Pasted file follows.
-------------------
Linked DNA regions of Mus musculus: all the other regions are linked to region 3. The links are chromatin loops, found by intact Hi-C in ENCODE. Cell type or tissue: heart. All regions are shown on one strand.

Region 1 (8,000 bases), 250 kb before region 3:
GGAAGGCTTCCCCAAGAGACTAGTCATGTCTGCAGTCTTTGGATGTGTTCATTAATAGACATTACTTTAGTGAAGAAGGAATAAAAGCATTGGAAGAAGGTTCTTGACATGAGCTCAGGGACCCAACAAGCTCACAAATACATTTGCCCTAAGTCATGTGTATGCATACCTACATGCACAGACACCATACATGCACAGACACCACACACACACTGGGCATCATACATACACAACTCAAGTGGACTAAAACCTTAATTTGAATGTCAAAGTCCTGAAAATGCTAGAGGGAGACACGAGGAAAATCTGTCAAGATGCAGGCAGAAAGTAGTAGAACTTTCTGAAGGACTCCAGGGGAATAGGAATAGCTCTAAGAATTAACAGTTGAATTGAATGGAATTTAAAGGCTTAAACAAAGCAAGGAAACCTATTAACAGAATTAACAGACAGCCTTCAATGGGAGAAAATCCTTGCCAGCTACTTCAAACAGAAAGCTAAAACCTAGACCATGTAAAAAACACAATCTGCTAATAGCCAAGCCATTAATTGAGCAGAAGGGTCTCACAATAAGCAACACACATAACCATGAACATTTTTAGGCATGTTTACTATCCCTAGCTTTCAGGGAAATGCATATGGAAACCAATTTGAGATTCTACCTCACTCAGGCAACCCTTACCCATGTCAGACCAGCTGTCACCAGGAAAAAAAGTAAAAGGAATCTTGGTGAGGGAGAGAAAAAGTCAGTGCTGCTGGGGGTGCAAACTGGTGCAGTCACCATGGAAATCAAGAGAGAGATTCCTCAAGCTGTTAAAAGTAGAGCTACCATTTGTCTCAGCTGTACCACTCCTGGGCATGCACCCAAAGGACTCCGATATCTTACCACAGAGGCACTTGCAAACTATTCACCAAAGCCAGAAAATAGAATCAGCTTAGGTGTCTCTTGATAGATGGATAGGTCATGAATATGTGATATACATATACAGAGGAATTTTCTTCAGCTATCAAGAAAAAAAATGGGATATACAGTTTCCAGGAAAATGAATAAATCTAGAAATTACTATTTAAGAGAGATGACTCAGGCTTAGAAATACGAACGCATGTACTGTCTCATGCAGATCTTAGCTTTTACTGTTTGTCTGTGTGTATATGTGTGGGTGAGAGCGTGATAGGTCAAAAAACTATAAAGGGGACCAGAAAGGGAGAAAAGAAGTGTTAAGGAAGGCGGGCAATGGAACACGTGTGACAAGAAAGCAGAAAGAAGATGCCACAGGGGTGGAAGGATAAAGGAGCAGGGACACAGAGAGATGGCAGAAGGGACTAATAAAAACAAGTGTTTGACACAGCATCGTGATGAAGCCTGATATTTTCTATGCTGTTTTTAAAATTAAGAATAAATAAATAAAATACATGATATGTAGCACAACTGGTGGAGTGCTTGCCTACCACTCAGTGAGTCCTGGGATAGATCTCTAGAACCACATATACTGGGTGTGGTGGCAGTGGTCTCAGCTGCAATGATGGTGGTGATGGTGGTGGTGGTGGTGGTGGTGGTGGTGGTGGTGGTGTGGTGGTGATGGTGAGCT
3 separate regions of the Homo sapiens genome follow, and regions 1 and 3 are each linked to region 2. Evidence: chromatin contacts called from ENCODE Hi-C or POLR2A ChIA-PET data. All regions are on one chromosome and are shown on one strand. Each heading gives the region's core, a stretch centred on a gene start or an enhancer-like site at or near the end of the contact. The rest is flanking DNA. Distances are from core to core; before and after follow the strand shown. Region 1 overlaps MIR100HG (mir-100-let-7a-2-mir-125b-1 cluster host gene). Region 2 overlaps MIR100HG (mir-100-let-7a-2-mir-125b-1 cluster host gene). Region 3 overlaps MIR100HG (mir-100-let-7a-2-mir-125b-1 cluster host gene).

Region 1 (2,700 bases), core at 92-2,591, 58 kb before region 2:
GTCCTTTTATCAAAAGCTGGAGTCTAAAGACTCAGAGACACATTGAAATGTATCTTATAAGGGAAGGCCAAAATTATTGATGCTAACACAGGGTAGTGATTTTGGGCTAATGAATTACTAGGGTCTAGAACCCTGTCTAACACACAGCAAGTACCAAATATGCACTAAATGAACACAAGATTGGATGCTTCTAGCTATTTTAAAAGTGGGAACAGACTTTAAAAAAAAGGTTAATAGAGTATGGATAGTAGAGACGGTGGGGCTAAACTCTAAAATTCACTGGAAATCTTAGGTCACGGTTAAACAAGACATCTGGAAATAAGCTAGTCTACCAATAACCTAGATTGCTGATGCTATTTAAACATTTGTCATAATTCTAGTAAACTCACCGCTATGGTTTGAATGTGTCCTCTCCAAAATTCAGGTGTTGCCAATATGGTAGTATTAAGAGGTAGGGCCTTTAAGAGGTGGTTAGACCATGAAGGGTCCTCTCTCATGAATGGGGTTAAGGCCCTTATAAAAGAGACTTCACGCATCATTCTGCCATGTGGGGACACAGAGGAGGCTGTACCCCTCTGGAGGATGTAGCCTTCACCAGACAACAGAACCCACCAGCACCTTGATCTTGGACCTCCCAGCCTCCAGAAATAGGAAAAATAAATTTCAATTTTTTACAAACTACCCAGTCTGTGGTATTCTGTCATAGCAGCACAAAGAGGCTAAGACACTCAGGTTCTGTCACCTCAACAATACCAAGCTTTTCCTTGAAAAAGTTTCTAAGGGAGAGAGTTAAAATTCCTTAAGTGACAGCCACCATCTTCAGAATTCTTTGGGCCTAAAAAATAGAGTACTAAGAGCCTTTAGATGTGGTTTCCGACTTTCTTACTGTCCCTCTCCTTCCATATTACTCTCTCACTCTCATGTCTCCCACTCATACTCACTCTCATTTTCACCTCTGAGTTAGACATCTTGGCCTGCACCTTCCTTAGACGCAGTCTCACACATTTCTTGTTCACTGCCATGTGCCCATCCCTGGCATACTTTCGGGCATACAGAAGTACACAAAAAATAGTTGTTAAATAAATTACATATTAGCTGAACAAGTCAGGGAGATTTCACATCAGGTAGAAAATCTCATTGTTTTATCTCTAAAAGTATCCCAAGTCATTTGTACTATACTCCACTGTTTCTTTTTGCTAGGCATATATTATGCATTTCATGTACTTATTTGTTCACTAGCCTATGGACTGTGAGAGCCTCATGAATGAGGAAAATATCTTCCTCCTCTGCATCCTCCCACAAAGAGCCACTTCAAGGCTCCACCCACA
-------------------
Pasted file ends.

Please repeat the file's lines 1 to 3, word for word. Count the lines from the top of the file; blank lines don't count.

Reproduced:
Linked DNA regions of Mus musculus: all the other regions are linked to region 3. The links are chromatin loops, found by intact Hi-C in ENCODE. Cell type or tissue: heart. All regions are shown on one strand.

Region 1 (8,000 bases), 250 kb before region 3:
GGAAGGCTTCCCCAAGAGACTAGTCATGTCTGCAGTCTTTGGATGTGTTCATTAATAGACATTACTTTAGTGAAGAAGGAATAAAAGCATTGGAAGAAGGTTCTTGACATGAGCTCAGGGACCCAACAAGCTCACAAATACATTTGCCCTAAGTCATGTGTATGCATACCTACATGCACAGACACCATACATGCACAGACACCACACACACACTGGGCATCATACATACACAACTCAAGTGGACTAAAACCTTAATTTGAATGTCAAAGTCCTGAAAATGCTAGAGGGAGACACGAGGAAAATCTGTCAAGATGCAGGCAGAAAGTAGTAGAACTTTCTGAAGGACTCCAGGGGAATAGGAATAGCTCTAAGAATTAACAGTTGAATTGAATGGAATTTAAAGGCTTAAACAAAGCAAGGAAACCTATTAACAGAATTAACAGACAGCCTTCAATGGGAGAAAATCCTTGCCAGCTACTTCAAACAGAAAGCTAAAACCTAGACCATGTAAAAAACACAATCTGCTAATAGCCAAGCCATTAATTGAGCAGAAGGGTCTCACAATAAGCAACACACATAACCATGAACATTTTTAGGCATGTTTACTATCCCTAGCTTTCAGGGAAATGCATATGGAAACCAATTTGAGATTCTACCTCACTCAGGCAACCCTTACCCATGTCAGACCAGCTGTCACCAGGAAAAAAAGTAAAAGGAATCTTGGTGAGGGAGAGAAAAAGTCAGTGCTGCTGGGGGTGCAAACTGGTGCAGTCACCATGGAAATCAAGAGAGAGATTCCTCAAGCTGTTAAAAGTAGAGCTACCATTTGTCTCAGCTGTACCACTCCTGGGCATGCACCCAAAGGACTCCGATATCTTACCACAGAGGCACTTGCAAACTATTCACCAAAGCCAGAAAATAGAATCAGCTTAGGTGTCTCTTGATAGATGGATAGGTCATGAATATGTGATATACATATACAGAGGAATTTTCTTCAGCTATCAAGAAAAAAAATGGGATATACAGTTTCCAGGAAAATGAATAAATCTAGAAATTACTATTTAAGAGAGATGACTCAGGCTTAGAAATACGAACGCATGTACTGTCTCATGCAGATCTTAGCTTTTACTGTTTGTCTGTGTGTATATGTGTGGGTGAGAGCGTGATAGGTCAAAAAACTATAAAGGGGACCAGAAAGGGAGAAAAGAAGTGTTAAGGAAGGCGGGCAATGGAACACGTGTGACAAGAAAGCAGAAAGAAGATGCCACAGGGGTGGAAGGATAAAGGAGCAGGGACACAGAGAGATGGCAGAAGGGACTAATAAAAACAAGTGTTTGACACAGCATCGTGATGAAGCCTGATATTTTCTATGCTGTTTTTAAAATTAAGAATAAATAAATAAAATACATGATATGTAGCACAACTGGTGGAGTGCTTGCCTACCACTCAGTGAGTCCTGGGATAGATCTCTAGAACCACATATACTGGGTGTGGTGGCAGTGGTCTCAGCTGCAATGATGGTGGTGATGGTGGTGGTGGTGGTGGTGGTGGTGGTGGTGGTGGTGTGGTGGTGATGGTGAGCT